YouTube outsources truth to Wikipedia
YouTube’s solution to conspiracy theory videos? Let Wikipedia handle it. There are three big reasons that will not work.
Blog ››› ››› MELISSA RYAN
YouTube has a conspiracy theory problem. The platform is full of conspiracy theory videos, and its algorithm moves viewers up a ladder of engagement. YouTube encourages consumption of more videos on a daisy chain of content that becomes more radical with each new suggested video. Last week, Zeynep Tufekci outlined this process in an op-ed for The New York Times, making the point that what “keeps people glued to YouTube” is that its “algorithm seems to have concluded that people are drawn to content that is more extreme than what they started with — or to incendiary content in general.”
Conspiracy theory videos that correlate to news events go viral on YouTube with alarming regularity, often spreading misinformation and lies about real people in the process. Last month, YouTube was forced to remove a conspiracy theory video alleging that underage Parkland student David Hogg was a paid crisis actor after it became YouTube’s top trending video. False information about Hogg and his family spread on YouTube for days before the company removed the smears. This week, YouTube admitted that it didn’t know why an “InfoWars video claiming that Antifa members are the ‘prime suspects’ in the mysterious package bombings in Austin, Texas appeared at the top of search results.” YouTube has reportedly informed InfoWars that the site is on its second strike and dangerously close to being permanently banned from the video-sharing platform. But even if YouTube follows through with its threat, InfoWars is merely a drop in the bucket.
YouTube CEO Susan Wojcicki was asked about the problem during a panel at South by Southwest (SXSW) this week and previewed the platform’s latest attempt at a solution: information cues. YouTube will apparently keep a running list of known conspiracy theories, and videos referring to these conspiracies will include a text box underneath them with links to Wikipedia articles challenging the claims. You can see how this would look on YouTube’s platform here.
I have some bad news for Wojicki. Adding “information cues” isn’t going to solve the problem. It might actually make it worse.
It passes the buck: Tech platforms don’t want to be held responsible for the content on their sites. Both Facebook and Twitter have made it clear that they don’t want to be “arbiters of truth.” The platforms have also pushed back hard against the idea that they are media companies, continually arguing that they’re neutral platforms for individuals and media companies to publish content. Yet the tech platforms seem more than willing to outsource the truth to other entities like Snopes, The Associated Press, and now Wikipedia. Determining what is and isn’t true isn’t something tech platforms should feel free to outsource, especially to an organization of volunteer editors at Wikipedia who weren’t informed in advance, much less consulted, about the feasibility of using their website in this way.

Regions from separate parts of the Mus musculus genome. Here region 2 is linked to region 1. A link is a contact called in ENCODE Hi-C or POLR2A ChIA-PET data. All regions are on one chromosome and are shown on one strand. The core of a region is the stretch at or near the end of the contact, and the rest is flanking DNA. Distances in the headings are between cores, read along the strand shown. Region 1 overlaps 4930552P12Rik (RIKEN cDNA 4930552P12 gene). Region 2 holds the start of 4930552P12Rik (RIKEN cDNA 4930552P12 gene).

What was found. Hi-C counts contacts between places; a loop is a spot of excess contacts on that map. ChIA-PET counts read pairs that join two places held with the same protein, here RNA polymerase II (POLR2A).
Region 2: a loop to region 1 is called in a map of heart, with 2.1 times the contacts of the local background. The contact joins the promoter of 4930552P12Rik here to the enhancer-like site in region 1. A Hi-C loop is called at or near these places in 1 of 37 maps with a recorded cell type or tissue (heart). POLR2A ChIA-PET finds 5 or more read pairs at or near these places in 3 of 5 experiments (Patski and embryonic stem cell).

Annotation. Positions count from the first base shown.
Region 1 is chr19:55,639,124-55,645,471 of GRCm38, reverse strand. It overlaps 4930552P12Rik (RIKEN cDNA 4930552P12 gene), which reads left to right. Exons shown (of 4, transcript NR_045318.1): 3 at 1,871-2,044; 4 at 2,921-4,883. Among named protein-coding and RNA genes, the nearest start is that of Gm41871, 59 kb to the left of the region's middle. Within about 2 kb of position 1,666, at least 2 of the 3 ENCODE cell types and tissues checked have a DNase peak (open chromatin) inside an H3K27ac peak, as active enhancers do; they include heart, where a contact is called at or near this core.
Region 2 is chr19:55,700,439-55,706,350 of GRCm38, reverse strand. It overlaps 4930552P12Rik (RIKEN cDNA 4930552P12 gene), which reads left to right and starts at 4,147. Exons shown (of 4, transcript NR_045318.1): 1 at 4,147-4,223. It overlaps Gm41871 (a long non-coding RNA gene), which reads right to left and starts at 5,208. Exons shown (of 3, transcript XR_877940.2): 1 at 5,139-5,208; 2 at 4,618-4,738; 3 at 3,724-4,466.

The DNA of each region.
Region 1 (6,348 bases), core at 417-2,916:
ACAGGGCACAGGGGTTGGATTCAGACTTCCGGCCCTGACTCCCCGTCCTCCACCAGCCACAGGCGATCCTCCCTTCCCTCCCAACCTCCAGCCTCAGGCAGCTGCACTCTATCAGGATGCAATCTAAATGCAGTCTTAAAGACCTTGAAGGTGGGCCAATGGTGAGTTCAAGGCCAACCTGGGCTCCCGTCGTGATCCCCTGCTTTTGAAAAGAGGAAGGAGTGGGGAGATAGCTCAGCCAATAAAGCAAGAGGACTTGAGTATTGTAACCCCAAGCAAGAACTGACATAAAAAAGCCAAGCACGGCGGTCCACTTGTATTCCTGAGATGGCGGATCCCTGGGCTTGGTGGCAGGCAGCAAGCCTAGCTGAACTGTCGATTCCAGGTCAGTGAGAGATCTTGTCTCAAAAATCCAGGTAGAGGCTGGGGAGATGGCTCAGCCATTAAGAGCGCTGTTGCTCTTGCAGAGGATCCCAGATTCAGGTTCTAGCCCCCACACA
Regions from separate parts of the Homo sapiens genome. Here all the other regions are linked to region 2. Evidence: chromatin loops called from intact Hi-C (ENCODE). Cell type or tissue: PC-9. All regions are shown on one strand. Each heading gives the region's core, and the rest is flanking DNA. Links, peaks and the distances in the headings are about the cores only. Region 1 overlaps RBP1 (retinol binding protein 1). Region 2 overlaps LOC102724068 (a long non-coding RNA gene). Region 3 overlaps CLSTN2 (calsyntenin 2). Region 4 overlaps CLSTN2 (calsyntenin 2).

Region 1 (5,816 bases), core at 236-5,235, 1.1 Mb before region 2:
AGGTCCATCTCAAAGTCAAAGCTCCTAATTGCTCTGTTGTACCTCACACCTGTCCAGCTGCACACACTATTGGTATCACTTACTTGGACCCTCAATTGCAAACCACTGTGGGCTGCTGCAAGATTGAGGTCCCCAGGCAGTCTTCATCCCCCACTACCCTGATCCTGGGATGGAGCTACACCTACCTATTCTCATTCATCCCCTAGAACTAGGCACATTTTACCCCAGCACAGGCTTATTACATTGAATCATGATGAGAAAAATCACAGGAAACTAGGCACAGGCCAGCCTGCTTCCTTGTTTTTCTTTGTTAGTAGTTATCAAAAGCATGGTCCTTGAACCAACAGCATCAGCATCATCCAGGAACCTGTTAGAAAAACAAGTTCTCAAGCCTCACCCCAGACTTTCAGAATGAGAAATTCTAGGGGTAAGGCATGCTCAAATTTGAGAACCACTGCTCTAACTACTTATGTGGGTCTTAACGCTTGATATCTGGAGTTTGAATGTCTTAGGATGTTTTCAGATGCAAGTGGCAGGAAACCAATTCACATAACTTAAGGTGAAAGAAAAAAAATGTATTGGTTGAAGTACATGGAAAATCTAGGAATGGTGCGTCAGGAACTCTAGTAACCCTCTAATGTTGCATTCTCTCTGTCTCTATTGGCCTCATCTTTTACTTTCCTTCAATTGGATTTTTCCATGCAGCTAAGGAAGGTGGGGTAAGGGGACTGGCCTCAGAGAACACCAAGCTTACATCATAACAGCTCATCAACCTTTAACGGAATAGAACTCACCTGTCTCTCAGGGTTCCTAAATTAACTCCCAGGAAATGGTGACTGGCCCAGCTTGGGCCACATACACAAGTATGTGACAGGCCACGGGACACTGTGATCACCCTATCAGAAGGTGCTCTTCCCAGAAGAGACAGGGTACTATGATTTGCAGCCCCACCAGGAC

The Nesting Doll Strategy: whereby platforms offload editorial responsibility in layers until you get to the final doll and it’s either volunteer community editors working for free or low paid content moderators employed by contractors. https://t.co/33f168uxPd
— Craig Silverman (@CraigSilverman) March 14, 2018
It tips off the trolls: If we’ve learned anything over the past couple of years, it’s that trolls are quite good at organizing to keep ahead of the tech platforms’ attempts to curb them. Whether it’s Russian trolls getting Americans to RSVP for events on Facebook, white nationalists attempting to flood Rotten Tomatoes with fake movie reviews, or Nazis taking on the video gaming platform Steam, there’s no denying that trolls are constantly manipulating the rules of the game. The platforms can’t keep up with things as they are, let alone plan for the next thing. And now Wojcicki’s “information cues” announcement gives trolls a heads-up. Informations cues aren’t even live yet, but hostile actors foreign and domestic can already start to plan how they’ll game Wikipedia pages that debunk conspiracy theories. I’m sure the volunteer editors at Wikipedia are really looking forward to the onslaught!
It won’t have the desired effect: Information cues have been tried before and failed miserably. Recall Facebook's attempt to have fact-checkers such as Snopes dispute fake news. It failed, causing Facebook to alter the program in December so that fact checks now show up simply as “related articles.” It turns out that flagging content as potentially untrue can backfire, further entrenching mistaken beliefs. Other research on misinformation found similar effect. YouTube’s information cues have the potential to make their already viral conspiracy problem even worse.
As long as conspiracy theories are allowed to live online, they’ll continue to flourish. The trolls who disseminate them have mastered almost every platform and they know that tech companies will take only half steps to stop them. Meanwhile, tech companies offer no protection for real people who become entangled in organized conspiracy theory campaigns and whose professional and personal lives can be upended as a result.